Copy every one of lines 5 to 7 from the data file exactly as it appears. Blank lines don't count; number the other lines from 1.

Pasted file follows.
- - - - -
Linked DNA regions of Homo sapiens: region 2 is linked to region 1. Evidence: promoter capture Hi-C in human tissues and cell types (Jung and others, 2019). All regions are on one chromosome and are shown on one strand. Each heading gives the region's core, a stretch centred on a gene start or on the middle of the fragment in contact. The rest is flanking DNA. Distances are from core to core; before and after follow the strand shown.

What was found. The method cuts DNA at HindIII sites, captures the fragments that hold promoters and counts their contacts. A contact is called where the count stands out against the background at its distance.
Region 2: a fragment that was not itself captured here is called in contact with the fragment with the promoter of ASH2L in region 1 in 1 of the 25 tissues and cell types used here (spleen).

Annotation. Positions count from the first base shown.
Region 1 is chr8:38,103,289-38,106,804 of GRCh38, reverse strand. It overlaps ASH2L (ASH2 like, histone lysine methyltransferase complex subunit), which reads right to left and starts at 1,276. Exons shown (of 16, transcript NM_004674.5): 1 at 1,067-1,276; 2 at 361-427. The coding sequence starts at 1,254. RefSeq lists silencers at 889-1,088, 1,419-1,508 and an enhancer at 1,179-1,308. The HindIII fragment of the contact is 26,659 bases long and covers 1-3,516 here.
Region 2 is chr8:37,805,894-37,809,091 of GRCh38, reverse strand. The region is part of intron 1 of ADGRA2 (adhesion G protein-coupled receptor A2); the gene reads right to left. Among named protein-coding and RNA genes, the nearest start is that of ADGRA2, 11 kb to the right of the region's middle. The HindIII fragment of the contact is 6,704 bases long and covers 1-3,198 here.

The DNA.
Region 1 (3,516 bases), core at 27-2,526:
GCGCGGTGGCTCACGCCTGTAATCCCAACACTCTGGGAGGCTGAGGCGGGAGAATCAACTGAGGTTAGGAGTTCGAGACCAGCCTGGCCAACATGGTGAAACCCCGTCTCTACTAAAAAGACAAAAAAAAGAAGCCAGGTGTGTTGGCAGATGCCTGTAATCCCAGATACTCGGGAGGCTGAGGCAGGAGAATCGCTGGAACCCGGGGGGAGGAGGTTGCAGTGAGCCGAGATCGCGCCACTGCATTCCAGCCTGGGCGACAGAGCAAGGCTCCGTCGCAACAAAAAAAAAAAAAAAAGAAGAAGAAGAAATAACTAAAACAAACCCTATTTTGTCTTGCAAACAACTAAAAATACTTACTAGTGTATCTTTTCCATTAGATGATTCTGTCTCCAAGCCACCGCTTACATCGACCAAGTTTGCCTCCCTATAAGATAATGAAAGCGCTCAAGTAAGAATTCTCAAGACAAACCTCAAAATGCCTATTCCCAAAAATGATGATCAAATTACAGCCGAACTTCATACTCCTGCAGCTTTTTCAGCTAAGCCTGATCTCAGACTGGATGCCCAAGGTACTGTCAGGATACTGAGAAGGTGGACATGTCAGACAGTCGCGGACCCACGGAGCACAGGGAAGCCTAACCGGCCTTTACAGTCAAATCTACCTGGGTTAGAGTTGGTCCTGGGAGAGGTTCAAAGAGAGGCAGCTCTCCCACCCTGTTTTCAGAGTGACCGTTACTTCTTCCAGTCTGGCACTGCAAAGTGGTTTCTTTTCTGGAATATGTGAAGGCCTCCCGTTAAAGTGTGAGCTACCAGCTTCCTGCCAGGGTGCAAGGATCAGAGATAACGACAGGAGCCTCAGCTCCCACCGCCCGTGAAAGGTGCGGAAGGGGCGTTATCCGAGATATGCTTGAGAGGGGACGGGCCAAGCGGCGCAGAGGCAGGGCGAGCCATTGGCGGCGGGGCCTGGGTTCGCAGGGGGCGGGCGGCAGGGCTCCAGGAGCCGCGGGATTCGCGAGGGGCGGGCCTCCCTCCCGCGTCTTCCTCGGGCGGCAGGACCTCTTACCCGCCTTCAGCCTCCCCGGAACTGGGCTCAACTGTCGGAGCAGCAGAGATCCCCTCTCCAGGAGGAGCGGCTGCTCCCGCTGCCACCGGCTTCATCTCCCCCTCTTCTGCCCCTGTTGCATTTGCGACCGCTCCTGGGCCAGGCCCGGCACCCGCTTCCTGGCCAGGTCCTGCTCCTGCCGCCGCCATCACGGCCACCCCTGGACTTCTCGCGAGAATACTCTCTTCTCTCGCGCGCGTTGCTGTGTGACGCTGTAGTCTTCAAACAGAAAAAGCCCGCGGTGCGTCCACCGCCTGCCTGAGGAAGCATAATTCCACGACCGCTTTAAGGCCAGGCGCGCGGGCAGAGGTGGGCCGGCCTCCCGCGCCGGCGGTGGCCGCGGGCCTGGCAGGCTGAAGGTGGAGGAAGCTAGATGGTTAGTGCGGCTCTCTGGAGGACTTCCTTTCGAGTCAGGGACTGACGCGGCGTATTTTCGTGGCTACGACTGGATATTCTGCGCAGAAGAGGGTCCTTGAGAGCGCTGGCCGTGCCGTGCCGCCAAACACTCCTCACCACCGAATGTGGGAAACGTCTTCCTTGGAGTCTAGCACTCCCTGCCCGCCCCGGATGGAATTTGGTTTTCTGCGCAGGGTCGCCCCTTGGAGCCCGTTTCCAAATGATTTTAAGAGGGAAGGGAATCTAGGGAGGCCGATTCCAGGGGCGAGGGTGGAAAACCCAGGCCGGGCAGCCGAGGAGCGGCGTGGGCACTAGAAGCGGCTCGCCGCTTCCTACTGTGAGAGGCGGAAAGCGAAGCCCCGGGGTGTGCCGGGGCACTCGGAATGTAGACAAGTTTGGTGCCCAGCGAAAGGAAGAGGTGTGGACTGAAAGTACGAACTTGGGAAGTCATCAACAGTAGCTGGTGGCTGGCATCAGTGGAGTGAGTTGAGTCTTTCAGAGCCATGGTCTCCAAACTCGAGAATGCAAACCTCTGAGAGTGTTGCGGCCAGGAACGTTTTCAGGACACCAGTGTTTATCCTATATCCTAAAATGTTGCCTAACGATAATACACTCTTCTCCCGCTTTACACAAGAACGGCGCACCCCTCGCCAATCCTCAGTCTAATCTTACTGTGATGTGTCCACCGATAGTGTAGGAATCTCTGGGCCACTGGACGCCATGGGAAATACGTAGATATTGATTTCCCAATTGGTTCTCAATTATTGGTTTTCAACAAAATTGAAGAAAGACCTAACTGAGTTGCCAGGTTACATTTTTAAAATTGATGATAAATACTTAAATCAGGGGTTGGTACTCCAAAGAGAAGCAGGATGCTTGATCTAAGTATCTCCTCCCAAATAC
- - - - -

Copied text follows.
Region 1 is chr8:38,103,289-38,106,804 of GRCh38, reverse strand. It overlaps ASH2L (ASH2 like, histone lysine methyltransferase complex subunit), which reads right to left and starts at 1,276. Exons shown (of 16, transcript NM_004674.5): 1 at 1,067-1,276; 2 at 361-427. The coding sequence starts at 1,254. RefSeq lists silencers at 889-1,088, 1,419-1,508 and an enhancer at 1,179-1,308. The HindIII fragment of the contact is 26,659 bases long and covers 1-3,516 here.
Region 2 is chr8:37,805,894-37,809,091 of GRCh38, reverse strand. The region is part of intron 1 of ADGRA2 (adhesion G protein-coupled receptor A2); the gene reads right to left. Among named protein-coding and RNA genes, the nearest start is that of ADGRA2, 11 kb to the right of the region's middle. The HindIII fragment of the contact is 6,704 bases long and covers 1-3,198 here.

The DNA.